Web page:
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Collecting child support from parent who owns a business

Raising children in Illinois can be expensive. All of the children's needs must be met by the parents. Paying for clothing, food, and shelter can be expensive enough, but there are many other costs that parents pay for their children as well. When the parents are living together, they often share the costs together, but when the parents are split, figuring out how to pay for the children can be more difficult.

In these cases, there is a child support order governing how the child's financial needs will be met. Generally, the non-custodial parent will be required to pay a certain percentage of their net income based on the child support guidelines. However, just because a parent is ordered to pay child support does not mean they will actually pay it. Also, there are certain ways that a parent can hide how much they are actually earning.

One way is through a business owned by the parent. It is sometimes easy for a parent to keep money in a business account to make it seem like they are not earning as much as they are truly earning. In situations like this, the court may be able to look at the business' assets and earnings to determine the parent's income.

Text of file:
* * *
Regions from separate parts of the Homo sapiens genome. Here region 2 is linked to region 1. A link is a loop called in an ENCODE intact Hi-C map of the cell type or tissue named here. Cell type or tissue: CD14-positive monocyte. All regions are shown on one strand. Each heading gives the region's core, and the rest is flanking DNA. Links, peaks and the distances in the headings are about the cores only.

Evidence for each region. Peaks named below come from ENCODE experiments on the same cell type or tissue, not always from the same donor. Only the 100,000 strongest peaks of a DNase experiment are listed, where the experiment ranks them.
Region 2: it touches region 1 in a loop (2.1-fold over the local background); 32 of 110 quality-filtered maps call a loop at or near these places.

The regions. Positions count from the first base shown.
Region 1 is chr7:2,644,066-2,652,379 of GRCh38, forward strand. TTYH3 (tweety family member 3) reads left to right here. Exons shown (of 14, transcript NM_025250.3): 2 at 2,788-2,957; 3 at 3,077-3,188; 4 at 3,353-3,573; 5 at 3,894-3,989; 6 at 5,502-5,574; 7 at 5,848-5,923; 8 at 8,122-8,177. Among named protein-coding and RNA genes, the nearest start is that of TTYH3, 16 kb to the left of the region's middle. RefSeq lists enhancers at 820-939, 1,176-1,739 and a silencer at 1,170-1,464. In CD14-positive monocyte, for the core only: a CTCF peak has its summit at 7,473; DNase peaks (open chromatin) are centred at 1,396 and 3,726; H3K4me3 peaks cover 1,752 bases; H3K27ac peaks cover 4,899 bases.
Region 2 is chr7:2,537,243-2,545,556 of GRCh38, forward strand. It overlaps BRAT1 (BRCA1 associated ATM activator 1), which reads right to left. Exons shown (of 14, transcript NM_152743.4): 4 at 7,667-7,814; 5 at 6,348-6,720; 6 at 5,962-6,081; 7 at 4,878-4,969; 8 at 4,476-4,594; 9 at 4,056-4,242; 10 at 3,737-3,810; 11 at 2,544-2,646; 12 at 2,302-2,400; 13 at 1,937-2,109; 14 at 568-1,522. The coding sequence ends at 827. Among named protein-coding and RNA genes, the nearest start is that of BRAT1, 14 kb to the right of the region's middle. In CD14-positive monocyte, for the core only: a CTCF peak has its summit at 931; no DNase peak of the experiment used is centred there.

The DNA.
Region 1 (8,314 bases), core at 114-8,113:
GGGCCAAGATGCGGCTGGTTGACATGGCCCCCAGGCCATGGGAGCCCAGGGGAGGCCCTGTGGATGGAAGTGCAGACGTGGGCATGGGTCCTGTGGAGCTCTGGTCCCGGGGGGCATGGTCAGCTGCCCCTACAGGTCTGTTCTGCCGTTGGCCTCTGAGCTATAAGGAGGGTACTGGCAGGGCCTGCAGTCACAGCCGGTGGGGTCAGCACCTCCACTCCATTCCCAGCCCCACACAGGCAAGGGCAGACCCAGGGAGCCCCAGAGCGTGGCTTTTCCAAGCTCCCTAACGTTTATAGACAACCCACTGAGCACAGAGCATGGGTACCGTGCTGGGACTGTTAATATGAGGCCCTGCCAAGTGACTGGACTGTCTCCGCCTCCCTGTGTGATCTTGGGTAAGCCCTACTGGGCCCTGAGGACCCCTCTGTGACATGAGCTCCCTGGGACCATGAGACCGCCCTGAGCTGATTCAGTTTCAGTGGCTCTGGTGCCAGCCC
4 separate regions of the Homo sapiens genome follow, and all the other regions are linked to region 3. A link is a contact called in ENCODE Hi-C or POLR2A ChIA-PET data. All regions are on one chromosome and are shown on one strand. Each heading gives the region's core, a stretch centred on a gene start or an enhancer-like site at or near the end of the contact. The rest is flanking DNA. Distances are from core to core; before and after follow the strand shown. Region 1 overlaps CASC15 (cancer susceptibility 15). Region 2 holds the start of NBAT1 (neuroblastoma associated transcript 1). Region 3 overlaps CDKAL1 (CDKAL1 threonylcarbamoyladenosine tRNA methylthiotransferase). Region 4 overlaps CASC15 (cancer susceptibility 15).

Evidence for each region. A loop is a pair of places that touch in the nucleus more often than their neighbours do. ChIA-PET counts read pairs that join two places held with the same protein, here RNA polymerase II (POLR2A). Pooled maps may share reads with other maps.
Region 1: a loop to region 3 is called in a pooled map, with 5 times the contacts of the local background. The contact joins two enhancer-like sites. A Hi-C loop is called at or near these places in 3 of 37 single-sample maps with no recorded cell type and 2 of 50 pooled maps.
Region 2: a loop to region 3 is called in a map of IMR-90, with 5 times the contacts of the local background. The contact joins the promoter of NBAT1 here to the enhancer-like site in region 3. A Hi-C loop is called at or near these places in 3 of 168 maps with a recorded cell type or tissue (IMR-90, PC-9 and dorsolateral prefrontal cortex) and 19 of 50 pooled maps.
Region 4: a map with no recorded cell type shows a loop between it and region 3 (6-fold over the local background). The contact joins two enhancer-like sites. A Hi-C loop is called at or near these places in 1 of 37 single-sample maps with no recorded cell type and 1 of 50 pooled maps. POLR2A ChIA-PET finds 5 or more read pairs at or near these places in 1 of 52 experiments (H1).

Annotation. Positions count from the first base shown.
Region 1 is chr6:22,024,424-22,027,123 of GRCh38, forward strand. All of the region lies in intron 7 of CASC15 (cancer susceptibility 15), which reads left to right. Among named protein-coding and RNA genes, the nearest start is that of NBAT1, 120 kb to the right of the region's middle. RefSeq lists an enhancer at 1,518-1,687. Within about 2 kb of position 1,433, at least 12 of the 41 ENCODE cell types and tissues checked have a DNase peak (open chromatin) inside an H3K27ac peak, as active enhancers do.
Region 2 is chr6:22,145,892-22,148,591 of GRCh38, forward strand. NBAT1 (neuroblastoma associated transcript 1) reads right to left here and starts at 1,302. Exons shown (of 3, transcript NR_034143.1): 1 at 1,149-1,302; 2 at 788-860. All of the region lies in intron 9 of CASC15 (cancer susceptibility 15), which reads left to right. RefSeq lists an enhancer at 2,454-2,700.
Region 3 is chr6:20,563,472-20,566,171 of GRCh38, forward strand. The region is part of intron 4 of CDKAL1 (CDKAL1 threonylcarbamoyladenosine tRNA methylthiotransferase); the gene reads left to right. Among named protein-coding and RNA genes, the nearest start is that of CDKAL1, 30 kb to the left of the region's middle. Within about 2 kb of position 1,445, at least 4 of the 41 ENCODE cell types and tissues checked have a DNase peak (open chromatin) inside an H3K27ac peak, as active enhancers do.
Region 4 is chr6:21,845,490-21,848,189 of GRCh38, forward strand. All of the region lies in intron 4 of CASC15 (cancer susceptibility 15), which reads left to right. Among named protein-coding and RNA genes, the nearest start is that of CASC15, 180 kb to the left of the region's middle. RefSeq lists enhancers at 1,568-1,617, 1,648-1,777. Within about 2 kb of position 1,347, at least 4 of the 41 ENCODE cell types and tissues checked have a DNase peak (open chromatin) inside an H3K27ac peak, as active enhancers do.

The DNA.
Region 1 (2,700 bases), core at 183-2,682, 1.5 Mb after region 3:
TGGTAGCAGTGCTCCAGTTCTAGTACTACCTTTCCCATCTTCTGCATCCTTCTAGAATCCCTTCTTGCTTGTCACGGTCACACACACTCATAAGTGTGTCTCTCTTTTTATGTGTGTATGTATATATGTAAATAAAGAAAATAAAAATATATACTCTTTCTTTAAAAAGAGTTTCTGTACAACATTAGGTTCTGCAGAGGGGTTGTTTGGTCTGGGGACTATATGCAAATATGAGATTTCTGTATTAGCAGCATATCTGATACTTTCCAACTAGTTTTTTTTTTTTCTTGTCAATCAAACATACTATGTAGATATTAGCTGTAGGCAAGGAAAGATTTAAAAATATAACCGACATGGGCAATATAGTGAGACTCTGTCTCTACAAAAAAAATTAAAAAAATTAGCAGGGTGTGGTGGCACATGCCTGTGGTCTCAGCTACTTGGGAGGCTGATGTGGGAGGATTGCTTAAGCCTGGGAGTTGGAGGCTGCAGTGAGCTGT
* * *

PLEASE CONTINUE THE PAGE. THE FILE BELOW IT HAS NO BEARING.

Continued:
This can only be done in certain circumstances, though. These include such situations like when the parent and business maintain records together, when the parent and business fail to keep an arm's length relationship in regards to assets, or if the parent transferred money to the business with the intent to hide it from the other parent.

Many parents in Illinois who pay child support also own a business. If the parent is using the business to hide how much they truly earn in order to pay a lower amount of child support, the court may be able to force them to provide business records to the other parent. Ultimately, the court wants to ensure the child's needs are being met. Experienced attorneys understand this complicated area of the law and may be able to guide one through it.

Source: childsupportillinois.com, "750 ILCS 5/505(b)" accessed on Nov. 30, 2015

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